- 1971 Curries Fountain Strike
- 1973 Durban Strikes – TUCSA – Harriet Bolton
- A history of the Garment Workers Industrial Union (Natal), c. 1934 – 1945
- African workers, Parallel Unions
- Central Administration Services
- Chemical Workers Industrial Union
- Defeat of the Liberation struggle
- General Factory Workers Benefit Fund (GFWBF)
- Harriet and the Bolton Hall Four
- Harriet Bolton and the Garment Workers Industrial Union
- Harriet’s resignation from the GWIU
- Indian women workers, Durban’s clothing industry and the GWIU
- Institute for Industrial Education (IIE)
- Laying the foundations for the new unions
- Metal and Allied Workers Union
- National Union of Textile Workers
- Responses to the 1973 strikes
- SACTU, TUCSA and UTP
- SASO Bannings
- Schlebusch Commission
- Textile Workers Industrial Union
- The 1973 TUCSA Conference
- The Industrial Aid Society
- The Strikes and Popular and Political Support
- The strikes – list of factories, demands, chronology
- The turn to armed struggle
- Transport and General Workers Union 1975
- TUACC and the Formation of National Unions, 1976- 1978
- Wages Commission
- Wiehahn Commission
General Factory Workers Benefit Fund (GFWBF)
NUSAS students set up the General Factory Workers Benefit Fund (GFWBF) in 1972. They worked closely with Harriet Bolton of TUCSA. The aim of the GFWBF was, through worker organisations, to make workers aware of their rights through its in house paper, Isisebenzi (in English and isiZulu), to make representations to Wage Boards for worker determinations, medical and funeral benefits and worker complaints around issues such as working conditions, Unemployment Insurance Fund (UIF) and Workmen’s Compensation.
The General Factory Workers Benefit Fund (GFWBF) was started up with a loan from the GWIU. Initially it offered funeral benefits and a Christmas bonus, but later supplied sick and unemployment pay. From the outset, workers ran the GFWBF. It became a dynamic point of contact between African workers in different industries and the Bolton Hall trade unionists, and by 1974 claimed 22 000 members.
Following the 1973 Durban strikes, crowds of workers gathered each Saturday morning at Bolton Hall, premises of the GFWBF to apply for membership. These developments expedited the formation of trade unions.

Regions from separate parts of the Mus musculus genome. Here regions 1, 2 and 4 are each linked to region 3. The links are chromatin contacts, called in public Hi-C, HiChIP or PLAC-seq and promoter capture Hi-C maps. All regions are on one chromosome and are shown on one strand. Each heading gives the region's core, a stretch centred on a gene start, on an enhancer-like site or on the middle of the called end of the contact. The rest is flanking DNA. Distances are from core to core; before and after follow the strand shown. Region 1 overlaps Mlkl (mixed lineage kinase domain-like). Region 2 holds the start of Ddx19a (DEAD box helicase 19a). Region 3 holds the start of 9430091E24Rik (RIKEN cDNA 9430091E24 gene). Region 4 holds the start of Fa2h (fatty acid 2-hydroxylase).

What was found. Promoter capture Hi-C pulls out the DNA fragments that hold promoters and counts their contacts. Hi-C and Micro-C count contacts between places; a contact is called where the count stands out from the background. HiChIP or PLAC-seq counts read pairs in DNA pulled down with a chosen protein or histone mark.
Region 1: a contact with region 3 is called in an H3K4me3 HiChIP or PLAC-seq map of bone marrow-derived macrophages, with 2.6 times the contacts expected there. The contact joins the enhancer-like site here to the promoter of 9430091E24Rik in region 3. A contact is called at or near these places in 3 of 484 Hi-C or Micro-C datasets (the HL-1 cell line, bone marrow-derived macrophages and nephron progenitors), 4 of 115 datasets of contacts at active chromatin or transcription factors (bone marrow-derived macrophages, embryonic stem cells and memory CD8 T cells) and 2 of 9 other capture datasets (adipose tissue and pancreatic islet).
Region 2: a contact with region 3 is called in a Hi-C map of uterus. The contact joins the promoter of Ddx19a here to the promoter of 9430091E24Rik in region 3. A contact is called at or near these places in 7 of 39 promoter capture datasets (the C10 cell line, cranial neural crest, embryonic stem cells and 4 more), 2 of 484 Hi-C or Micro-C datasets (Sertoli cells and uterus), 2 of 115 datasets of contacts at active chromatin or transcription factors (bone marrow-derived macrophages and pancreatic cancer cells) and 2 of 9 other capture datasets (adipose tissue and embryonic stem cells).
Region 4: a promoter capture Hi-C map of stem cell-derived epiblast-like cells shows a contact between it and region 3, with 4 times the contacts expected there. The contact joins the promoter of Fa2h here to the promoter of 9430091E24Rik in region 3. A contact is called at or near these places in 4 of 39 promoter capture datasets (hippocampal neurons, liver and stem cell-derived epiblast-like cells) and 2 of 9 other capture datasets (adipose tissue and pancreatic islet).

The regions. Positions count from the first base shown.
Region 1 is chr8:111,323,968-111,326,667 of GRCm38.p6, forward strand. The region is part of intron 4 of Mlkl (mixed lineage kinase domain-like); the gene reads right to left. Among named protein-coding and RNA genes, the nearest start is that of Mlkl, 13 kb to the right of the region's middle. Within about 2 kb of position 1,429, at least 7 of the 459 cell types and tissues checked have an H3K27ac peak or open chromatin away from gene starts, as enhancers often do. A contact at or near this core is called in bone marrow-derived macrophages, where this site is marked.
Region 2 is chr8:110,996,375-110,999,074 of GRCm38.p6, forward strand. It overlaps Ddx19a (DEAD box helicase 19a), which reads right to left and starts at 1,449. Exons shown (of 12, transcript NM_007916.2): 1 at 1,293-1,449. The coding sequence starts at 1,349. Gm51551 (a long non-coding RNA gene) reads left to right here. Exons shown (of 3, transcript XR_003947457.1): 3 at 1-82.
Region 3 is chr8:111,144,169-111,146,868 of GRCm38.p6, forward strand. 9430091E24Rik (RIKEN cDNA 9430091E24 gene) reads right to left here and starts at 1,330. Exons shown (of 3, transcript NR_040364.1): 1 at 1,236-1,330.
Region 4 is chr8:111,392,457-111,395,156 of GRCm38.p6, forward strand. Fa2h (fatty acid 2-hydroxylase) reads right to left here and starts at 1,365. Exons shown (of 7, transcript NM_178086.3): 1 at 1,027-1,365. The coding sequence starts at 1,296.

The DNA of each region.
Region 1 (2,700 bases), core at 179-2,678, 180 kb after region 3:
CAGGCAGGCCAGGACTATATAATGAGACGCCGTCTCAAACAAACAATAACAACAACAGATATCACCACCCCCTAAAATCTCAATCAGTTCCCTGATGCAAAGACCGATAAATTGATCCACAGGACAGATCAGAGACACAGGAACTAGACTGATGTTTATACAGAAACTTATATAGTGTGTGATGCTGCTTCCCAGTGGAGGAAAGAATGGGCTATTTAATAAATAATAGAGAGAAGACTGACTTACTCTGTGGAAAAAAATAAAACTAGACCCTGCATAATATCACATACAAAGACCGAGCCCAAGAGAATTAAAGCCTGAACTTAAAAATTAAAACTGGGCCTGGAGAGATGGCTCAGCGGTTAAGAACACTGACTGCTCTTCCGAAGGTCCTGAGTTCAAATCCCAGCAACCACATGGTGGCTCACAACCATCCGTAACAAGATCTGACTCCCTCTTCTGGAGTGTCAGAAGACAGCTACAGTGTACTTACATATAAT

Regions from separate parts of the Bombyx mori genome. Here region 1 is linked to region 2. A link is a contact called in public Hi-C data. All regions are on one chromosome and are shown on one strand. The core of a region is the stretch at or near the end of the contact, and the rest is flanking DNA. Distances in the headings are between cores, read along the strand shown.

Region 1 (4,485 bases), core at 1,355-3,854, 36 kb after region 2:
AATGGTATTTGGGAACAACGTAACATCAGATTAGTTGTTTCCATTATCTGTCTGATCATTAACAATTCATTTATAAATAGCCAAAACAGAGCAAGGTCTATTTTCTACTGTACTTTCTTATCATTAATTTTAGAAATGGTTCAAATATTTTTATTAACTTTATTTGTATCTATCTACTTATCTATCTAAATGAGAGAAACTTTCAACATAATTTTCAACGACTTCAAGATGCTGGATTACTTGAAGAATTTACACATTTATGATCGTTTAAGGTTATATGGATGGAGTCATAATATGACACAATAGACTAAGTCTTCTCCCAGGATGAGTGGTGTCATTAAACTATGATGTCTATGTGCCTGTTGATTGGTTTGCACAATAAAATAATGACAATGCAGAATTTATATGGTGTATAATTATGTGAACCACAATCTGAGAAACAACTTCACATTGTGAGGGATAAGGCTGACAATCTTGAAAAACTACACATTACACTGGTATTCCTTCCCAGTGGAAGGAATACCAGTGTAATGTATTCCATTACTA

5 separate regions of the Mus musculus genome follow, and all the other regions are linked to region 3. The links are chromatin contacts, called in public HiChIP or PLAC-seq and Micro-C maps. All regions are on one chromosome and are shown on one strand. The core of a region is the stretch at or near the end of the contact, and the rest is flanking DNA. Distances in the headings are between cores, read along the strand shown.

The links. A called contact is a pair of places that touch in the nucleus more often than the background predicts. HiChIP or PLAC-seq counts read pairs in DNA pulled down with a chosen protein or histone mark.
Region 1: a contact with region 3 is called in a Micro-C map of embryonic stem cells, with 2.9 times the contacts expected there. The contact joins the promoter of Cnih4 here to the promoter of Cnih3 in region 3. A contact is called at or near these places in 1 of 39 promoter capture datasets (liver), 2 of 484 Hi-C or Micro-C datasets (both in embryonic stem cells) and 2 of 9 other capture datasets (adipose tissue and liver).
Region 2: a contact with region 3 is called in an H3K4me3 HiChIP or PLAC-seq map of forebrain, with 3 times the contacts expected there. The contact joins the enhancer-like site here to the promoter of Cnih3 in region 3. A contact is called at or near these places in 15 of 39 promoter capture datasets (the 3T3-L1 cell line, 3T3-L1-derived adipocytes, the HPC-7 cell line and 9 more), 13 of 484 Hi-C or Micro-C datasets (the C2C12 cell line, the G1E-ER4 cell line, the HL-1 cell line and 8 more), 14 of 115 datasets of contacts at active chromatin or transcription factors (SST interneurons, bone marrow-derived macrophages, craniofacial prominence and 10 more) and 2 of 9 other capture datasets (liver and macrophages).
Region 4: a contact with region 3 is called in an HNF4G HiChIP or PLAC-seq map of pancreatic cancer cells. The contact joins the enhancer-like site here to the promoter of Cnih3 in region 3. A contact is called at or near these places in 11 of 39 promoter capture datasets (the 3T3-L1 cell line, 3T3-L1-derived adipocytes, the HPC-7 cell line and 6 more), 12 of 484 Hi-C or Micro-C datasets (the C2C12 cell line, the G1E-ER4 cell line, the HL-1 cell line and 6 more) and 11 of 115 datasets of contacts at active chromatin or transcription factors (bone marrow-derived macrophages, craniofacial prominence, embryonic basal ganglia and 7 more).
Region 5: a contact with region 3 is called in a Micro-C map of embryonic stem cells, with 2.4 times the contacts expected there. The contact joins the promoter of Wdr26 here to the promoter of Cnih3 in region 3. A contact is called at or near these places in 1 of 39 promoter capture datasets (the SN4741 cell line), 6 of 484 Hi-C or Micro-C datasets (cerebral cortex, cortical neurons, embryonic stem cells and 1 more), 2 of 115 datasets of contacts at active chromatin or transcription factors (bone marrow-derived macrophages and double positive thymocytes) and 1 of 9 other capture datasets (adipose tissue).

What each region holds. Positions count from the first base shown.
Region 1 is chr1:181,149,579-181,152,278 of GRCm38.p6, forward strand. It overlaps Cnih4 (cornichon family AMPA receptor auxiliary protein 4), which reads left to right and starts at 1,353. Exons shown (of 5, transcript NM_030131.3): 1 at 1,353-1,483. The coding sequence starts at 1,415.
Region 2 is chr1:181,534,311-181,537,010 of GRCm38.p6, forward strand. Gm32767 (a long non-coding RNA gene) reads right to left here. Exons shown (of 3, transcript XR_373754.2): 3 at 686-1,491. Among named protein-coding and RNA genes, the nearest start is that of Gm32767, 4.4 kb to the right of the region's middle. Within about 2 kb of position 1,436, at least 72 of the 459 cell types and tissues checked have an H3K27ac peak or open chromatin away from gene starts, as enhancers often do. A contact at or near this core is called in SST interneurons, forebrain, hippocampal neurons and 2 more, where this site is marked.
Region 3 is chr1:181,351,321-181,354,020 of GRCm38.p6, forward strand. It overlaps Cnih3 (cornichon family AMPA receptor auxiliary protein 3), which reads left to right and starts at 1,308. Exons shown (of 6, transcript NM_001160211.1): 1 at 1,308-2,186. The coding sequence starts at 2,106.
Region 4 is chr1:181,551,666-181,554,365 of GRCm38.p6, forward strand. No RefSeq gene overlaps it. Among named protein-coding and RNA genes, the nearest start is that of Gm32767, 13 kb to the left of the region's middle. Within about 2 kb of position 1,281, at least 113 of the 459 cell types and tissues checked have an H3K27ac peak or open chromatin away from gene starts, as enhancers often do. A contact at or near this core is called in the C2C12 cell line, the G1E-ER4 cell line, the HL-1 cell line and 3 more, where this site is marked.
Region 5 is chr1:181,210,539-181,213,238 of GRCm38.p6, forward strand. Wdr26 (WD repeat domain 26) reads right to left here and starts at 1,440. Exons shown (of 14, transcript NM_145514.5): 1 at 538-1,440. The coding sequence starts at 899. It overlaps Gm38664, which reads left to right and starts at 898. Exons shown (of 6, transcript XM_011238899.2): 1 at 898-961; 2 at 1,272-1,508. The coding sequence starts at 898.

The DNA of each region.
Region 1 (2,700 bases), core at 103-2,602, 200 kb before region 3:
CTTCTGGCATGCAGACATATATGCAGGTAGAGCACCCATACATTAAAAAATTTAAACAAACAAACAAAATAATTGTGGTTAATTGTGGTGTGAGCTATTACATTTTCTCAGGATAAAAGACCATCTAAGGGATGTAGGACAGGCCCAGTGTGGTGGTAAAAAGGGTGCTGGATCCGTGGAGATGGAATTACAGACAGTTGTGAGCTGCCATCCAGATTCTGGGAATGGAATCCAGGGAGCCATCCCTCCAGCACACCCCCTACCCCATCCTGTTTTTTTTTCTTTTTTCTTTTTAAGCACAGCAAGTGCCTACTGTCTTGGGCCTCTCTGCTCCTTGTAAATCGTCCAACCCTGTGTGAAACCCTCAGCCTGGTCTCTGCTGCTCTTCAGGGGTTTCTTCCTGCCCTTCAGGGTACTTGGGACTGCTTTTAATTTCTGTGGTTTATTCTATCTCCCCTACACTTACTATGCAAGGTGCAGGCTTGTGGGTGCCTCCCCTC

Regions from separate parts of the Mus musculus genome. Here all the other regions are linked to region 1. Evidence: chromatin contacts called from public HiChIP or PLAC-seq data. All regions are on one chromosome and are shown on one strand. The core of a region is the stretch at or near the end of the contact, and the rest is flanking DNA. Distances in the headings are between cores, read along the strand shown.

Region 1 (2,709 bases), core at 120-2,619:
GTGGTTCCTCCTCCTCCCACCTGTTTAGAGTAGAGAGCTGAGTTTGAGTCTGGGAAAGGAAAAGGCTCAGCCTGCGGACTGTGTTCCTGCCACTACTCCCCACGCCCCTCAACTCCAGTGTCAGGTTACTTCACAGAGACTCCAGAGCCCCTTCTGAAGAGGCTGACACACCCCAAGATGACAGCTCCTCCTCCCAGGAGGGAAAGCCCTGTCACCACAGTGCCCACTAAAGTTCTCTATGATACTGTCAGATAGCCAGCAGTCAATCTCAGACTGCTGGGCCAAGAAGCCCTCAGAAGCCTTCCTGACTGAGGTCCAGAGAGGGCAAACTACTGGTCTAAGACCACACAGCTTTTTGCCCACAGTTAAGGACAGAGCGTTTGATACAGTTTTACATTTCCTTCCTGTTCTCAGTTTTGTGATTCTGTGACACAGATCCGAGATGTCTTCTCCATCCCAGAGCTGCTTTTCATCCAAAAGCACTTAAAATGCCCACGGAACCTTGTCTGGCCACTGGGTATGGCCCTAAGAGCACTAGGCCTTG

The GFWBF consisted of activists from different trade union and political backgrounds, SACTU unionists, student radicals and sympathetic registered unions. The GFWBF also attracted a fair number of worker members, who their own experiences of collective action and modes of organisation contributed to building the GFWBF.
Through their financial contributions, the GFWBF generated an independent resource base and by drawing on workers’ own traditions, they deepened democratic practice.
The GFWBF was only operational for a few months when the conditions under which workers had to organise were totally transformed by the 1973 strike wave. Alongside semi-skilled African and Indian workers, new layers of workers, unschooled in trade unionism, were radicalised and migrants and African women often spearheaded the militant activities of workers.
In May 1974, the Commercial Branch of the police confiscated the GFWBF’s records claiming that it was operating as an unregistered Friendly Society. At the end of the year the GFWBF was charged with contravening the Group Areas Act, while officials from the GFWBF and CAS were later charged and found guilty of contravening the Friendly Society Act in January 1975.
The GFWBF activists such as Omar Badsha, David Hemson, Halton Cheadle and their colleagues then used loopholes in the labour laws to mobilise and organise workers (who by now were contributing members of the GFWBF) into joining fully fledged trade unions.